Given the title of “Napa County’s High Sheriff” by friends and colleagues, John Claussen was at the helm of that local law enforcement department for five consecutive terms. Wearing the Napa County Sheriff badge from Jan. 1947—Dec. 1966, Claussen held one of the longest tenures of that office.
Born on Jan. 9, 1907 in Napa, Claussen lived out his life in Napa County. After dropping out of high school, Claussen attended a local business college, but his career in the business world was brief. Within a couple of years, Claussen began his lifelong law enforcement career.
Following a short stint as a Napa police officer, Claussen became a Napa County Sheriff’s deputy. While John Steckter was sheriff, 1926-1944, Claussen served as a an undersheriff and continued in that capacity under interim Sheriff Joseph Moore, 1944-1946. During those years, Claussen’s name appeared in numerous local newspaper reports, including the following account.
The Napa Register reported, “Unlucky is the word for a character who wound up in the Maison De Steckter last week for drunken driving. Undersheriff John Claussen and Delph Roxroth were driving along at Yountville, minding their own business as well as any officer on the prowl can, when a car approached at a high speed.
“It looked dangerous and the law men pulled over. Even at that they were almost run down. The questionable car increased its speed after the scrape and whizzed off north at a fantastic rate. Pulling his Stetson down over his ears, Johnnie Claussen twisted the tail of his Buick, but the fugitive was fast drawing away.
“On a gentle curve north of Yountville, the fleeing car careened and overturned. The officers halted and ran to the wreck, expected to find a corpse. Instead, when they pulled open the door — the car was on its side — up rose a bleary individual clasping a jug of red wine. Handing it to the officers, he whispered hoarsely: ‘Get rid of this quick, for God’s sake, before the cops get here!’”
Although that incident was an amusing moment in his career, Claussen was very serious about law enforcement. With the encouragement of the retiring Sheriff Moore, Claussen ran for Napa County sheriff. The local voters overwhelmingly endorsed his bid for that office.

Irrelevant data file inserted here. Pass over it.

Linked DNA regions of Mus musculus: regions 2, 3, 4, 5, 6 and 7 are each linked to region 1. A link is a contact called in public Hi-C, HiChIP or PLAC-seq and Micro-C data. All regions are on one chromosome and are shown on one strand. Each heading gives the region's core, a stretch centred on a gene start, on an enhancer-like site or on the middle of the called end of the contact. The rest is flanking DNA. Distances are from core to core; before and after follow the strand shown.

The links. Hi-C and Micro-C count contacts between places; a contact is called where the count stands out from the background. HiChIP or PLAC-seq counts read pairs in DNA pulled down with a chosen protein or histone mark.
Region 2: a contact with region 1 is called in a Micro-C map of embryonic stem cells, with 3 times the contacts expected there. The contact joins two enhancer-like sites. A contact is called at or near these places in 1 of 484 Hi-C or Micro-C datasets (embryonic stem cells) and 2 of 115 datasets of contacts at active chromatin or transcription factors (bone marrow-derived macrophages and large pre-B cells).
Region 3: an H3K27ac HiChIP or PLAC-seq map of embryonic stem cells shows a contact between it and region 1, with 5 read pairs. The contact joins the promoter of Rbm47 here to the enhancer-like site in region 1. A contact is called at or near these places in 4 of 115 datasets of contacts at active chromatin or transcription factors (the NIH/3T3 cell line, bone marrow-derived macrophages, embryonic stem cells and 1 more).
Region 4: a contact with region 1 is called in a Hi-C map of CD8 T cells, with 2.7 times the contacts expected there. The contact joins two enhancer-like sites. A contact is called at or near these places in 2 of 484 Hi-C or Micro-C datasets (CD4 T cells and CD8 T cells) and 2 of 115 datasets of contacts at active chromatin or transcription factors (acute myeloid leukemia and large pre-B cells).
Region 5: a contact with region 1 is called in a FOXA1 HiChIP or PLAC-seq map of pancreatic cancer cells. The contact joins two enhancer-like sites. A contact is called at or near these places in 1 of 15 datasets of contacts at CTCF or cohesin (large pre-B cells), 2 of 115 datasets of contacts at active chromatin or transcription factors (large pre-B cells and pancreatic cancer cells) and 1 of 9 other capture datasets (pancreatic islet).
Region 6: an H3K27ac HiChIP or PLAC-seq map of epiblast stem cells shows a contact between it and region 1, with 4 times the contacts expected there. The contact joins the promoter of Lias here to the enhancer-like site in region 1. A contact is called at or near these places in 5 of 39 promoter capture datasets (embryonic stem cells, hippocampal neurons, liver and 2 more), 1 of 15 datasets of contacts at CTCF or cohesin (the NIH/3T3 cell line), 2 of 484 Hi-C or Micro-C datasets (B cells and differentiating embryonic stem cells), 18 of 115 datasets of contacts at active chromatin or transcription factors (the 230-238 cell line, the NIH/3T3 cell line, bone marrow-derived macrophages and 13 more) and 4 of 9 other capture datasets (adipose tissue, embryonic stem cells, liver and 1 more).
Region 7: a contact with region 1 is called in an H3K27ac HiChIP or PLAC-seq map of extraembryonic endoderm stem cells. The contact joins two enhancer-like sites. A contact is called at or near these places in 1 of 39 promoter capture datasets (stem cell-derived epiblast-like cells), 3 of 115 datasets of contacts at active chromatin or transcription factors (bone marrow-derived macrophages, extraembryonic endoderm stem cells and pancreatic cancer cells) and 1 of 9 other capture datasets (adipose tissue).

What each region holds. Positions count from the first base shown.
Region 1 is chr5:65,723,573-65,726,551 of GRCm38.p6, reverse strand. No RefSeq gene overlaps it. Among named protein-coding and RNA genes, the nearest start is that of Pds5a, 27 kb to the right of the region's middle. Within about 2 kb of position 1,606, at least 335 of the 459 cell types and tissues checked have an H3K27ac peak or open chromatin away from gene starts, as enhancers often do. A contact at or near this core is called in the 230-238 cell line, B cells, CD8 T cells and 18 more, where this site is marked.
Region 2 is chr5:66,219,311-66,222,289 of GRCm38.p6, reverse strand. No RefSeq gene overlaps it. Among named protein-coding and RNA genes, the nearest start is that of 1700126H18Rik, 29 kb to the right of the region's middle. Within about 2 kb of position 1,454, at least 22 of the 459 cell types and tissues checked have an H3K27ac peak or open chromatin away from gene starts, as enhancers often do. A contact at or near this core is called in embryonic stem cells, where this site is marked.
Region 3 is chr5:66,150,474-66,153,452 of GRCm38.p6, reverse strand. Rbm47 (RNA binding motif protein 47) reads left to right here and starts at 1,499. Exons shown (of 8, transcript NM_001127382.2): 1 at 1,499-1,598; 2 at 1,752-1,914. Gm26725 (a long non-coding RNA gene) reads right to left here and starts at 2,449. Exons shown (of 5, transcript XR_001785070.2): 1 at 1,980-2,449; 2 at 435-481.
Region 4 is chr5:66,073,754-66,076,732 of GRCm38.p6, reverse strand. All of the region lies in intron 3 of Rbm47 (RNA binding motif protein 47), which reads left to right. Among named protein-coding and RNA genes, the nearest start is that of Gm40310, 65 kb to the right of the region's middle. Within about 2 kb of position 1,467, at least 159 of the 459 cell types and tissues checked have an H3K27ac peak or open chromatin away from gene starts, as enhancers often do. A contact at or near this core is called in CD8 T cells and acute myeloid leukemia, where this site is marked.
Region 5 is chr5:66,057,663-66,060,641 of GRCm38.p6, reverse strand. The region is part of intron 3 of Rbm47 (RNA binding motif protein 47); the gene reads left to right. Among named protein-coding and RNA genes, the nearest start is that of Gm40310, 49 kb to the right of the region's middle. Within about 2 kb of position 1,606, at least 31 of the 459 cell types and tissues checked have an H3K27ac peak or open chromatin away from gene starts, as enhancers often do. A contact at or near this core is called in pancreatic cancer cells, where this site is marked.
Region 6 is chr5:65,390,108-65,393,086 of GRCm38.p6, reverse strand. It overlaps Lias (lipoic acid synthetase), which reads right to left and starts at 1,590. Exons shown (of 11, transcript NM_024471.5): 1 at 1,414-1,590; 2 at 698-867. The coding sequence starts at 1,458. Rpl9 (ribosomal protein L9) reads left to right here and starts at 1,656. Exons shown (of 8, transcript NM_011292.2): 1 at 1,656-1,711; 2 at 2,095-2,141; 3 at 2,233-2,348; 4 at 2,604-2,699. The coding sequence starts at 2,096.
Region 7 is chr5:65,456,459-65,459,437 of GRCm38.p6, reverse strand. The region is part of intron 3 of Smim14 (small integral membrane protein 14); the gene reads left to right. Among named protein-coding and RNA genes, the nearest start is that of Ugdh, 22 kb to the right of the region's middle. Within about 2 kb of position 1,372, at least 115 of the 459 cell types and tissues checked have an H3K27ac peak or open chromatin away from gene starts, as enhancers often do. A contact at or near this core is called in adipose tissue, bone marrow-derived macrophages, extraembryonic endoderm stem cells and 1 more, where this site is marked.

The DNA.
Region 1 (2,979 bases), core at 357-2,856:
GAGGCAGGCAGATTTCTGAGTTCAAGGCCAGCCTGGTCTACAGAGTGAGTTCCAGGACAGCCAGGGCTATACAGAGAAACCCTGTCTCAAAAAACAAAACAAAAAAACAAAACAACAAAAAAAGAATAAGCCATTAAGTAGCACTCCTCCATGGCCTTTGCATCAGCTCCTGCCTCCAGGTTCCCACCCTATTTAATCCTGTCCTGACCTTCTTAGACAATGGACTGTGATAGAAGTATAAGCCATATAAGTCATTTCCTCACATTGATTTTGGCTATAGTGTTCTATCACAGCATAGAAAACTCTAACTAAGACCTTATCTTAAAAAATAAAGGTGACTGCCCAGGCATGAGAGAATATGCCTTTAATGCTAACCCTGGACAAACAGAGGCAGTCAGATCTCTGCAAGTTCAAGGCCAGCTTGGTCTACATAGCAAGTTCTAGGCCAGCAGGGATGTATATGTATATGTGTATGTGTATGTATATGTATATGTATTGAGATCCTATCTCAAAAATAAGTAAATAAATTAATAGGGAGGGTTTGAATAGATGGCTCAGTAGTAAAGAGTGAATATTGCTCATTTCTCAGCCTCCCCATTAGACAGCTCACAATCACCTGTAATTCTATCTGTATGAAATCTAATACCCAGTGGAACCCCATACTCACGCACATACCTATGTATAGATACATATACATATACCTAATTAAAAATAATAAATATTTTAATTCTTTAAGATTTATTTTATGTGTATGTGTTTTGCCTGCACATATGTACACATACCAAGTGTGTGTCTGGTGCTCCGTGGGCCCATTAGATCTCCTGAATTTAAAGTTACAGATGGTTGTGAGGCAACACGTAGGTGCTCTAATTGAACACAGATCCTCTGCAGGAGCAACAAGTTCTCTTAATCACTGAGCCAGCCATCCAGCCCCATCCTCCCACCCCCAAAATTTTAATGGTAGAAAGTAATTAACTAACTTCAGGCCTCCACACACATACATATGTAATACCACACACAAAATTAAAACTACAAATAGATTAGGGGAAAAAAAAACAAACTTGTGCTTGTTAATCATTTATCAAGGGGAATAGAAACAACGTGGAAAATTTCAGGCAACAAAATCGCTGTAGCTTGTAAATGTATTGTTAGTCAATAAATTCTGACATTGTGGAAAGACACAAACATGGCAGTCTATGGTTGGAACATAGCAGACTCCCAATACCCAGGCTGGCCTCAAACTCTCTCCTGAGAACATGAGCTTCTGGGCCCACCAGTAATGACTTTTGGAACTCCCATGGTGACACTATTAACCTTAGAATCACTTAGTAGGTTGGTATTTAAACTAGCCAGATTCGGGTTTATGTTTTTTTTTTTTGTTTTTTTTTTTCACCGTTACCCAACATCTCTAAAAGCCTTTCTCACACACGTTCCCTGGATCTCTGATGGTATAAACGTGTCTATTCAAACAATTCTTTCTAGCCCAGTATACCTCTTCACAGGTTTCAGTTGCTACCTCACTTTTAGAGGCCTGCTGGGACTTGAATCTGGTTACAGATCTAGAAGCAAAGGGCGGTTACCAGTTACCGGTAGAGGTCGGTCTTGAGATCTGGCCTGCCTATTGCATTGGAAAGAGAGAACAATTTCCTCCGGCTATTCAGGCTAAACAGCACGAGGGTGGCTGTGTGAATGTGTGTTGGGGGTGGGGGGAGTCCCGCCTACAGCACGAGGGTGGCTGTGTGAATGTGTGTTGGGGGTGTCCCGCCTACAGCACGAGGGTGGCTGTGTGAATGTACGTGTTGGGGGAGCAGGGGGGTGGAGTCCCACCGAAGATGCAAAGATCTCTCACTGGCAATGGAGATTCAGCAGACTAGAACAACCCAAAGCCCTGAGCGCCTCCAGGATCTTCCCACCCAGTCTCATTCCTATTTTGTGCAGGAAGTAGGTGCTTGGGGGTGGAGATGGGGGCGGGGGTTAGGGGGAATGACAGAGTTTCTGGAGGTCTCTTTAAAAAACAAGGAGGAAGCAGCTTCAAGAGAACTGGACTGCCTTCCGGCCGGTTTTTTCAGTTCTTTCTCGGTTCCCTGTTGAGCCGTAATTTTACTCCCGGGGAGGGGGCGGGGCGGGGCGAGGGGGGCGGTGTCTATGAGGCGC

About two years after Claussen became sheriff, he was accepted into the FBI National Academy. The 12-week program was tailored for local lawmen. Although the heat and humidity of Washington, DC challenged Claussen, his performance received the notice of the FBI Director J. Edgar Hoover. He praised Claussen on his accomplishments at the academy, including being selected as his class’s president and valedictorian.
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Upon his return home, Claussen’s calendar was filled with local and state governmental meetings. In 1960 he served as the California State Sheriffs Association president. However, his number one priority was the local youth.
His greatest joy was talking with students as they toured through the county jail. Apparently, they also enjoyed their interaction with Claussen as shown by the following notes:
“Dear Sheriff Claussen, Thank you for showing me the jail, guns, tellatape and radio-telephone. Having my fingerprints taken was fun. Thanks again! Hope to see you soon. Sincerely Yours, David Stroud,” was dated November 10, 1960.
“Dear Sheriff Claussen, thank you so so much for that Sheriff’s badge. You are kind indeed! I’ll never forget this Day. You are the nicest Sheriff I know. Your friend, Jane Fargo Mc Nealy, Hon. Deputy Sheriff,” dated August 18, 1953.
While those moments were fun and memorable, another interaction with a local child was remembered as heart-stopping. As Claussen worked at the American Legion Rodeo, a raffle drawing was taking place with a young child drawing the tickets. Suddenly, a Brahma bull broke our of his chute and charged towards the child. Claussen quickly jumped forward and snatched the youngster up and out of harm’s way.
Although Napa County residents were grateful to Claussen, they eventually voted him out of office. In 1966, they elected Earl Randol as Napa County sheriff. Just before Claussen left office he was lauded during three farewell dinners. A letter written by Curtis O. Lyman of the FBI expressed the general sentiment. “It is with regret that we see you leave the field of law enforcement. You have made a considerable contribution to good law enforcement through your leadership, training and experience, and your lost will be felt.”
On May 26, 1987, 80-year-old Claussen passed away from colon cancer to leave behind his 20 year legacy as Napa County’s High Sheriff.